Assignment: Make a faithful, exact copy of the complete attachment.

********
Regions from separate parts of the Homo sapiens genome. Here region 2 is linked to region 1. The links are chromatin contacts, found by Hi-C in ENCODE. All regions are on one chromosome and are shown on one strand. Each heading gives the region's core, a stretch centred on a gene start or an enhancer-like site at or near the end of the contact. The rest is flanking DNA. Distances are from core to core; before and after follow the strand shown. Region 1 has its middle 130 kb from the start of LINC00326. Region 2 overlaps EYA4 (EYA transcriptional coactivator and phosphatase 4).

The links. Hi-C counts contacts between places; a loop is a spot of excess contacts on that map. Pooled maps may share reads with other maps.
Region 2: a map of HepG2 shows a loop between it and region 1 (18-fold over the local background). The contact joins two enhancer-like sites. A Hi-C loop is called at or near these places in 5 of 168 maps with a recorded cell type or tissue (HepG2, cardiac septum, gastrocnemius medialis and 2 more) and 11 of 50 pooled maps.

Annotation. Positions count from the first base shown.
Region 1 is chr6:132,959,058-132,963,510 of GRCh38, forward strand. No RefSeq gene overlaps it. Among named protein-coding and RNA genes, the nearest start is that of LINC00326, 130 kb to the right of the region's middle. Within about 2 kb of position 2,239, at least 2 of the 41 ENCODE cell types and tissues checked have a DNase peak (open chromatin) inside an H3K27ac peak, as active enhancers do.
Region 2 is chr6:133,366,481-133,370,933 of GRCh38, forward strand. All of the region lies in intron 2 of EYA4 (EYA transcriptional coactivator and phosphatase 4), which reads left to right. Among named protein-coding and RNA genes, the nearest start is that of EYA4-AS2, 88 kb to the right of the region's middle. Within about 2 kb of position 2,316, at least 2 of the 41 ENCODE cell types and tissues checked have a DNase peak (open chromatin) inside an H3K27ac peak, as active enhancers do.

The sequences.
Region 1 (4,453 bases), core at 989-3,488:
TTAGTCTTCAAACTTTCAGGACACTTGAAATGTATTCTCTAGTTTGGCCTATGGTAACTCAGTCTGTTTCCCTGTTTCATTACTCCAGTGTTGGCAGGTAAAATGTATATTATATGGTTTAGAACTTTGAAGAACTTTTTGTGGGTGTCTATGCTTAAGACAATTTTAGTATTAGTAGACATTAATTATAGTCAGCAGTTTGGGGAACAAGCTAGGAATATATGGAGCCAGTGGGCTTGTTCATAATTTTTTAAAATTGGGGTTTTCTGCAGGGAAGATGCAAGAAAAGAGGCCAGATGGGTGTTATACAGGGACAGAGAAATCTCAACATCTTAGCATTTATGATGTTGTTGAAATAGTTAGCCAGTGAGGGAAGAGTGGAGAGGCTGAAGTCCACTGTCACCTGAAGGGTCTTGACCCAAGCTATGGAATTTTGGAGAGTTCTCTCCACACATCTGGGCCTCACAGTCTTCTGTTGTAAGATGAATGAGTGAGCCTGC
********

Regions from separate parts of the Homo sapiens genome. Here region 2 is linked to region 1. The links are chromatin contacts, found by Hi-C in ENCODE. All regions are on one chromosome and are shown on one strand. Each heading gives the region's core, a stretch centred on a gene start or an enhancer-like site at or near the end of the contact. The rest is flanking DNA. Distances are from core to core; before and after follow the strand shown. Region 1 has its middle 130 kb from the start of LINC00326. Region 2 overlaps EYA4 (EYA transcriptional coactivator and phosphatase 4).

The links. Hi-C counts contacts between places; a loop is a spot of excess contacts on that map. Pooled maps may share reads with other maps.
Region 2: a map of HepG2 shows a loop between it and region 1 (18-fold over the local background). The contact joins two enhancer-like sites. A Hi-C loop is called at or near these places in 5 of 168 maps with a recorded cell type or tissue (HepG2, cardiac septum, gastrocnemius medialis and 2 more) and 11 of 50 pooled maps.

Annotation. Positions count from the first base shown.
Region 1 is chr6:132,959,058-132,963,510 of GRCh38, forward strand. No RefSeq gene overlaps it. Among named protein-coding and RNA genes, the nearest start is that of LINC00326, 130 kb to the right of the region's middle. Within about 2 kb of position 2,239, at least 2 of the 41 ENCODE cell types and tissues checked have a DNase peak (open chromatin) inside an H3K27ac peak, as active enhancers do.
Region 2 is chr6:133,366,481-133,370,933 of GRCh38, forward strand. All of the region lies in intron 2 of EYA4 (EYA transcriptional coactivator and phosphatase 4), which reads left to right. Among named protein-coding and RNA genes, the nearest start is that of EYA4-AS2, 88 kb to the right of the region's middle. Within about 2 kb of position 2,316, at least 2 of the 41 ENCODE cell types and tissues checked have a DNase peak (open chromatin) inside an H3K27ac peak, as active enhancers do.

The sequences.
Region 1 (4,453 bases), core at 989-3,488:
TTAGTCTTCAAACTTTCAGGACACTTGAAATGTATTCTCTAGTTTGGCCTATGGTAACTCAGTCTGTTTCCCTGTTTCATTACTCCAGTGTTGGCAGGTAAAATGTATATTATATGGTTTAGAACTTTGAAGAACTTTTTGTGGGTGTCTATGCTTAAGACAATTTTAGTATTAGTAGACATTAATTATAGTCAGCAGTTTGGGGAACAAGCTAGGAATATATGGAGCCAGTGGGCTTGTTCATAATTTTTTAAAATTGGGGTTTTCTGCAGGGAAGATGCAAGAAAAGAGGCCAGATGGGTGTTATACAGGGACAGAGAAATCTCAACATCTTAGCATTTATGATGTTGTTGAAATAGTTAGCCAGTGAGGGAAGAGTGGAGAGGCTGAAGTCCACTGTCACCTGAAGGGTCTTGACCCAAGCTATGGAATTTTGGAGAGTTCTCTCCACACATCTGGGCCTCACAGTCTTCTGTTGTAAGATGAATGAGTGAGCCTGC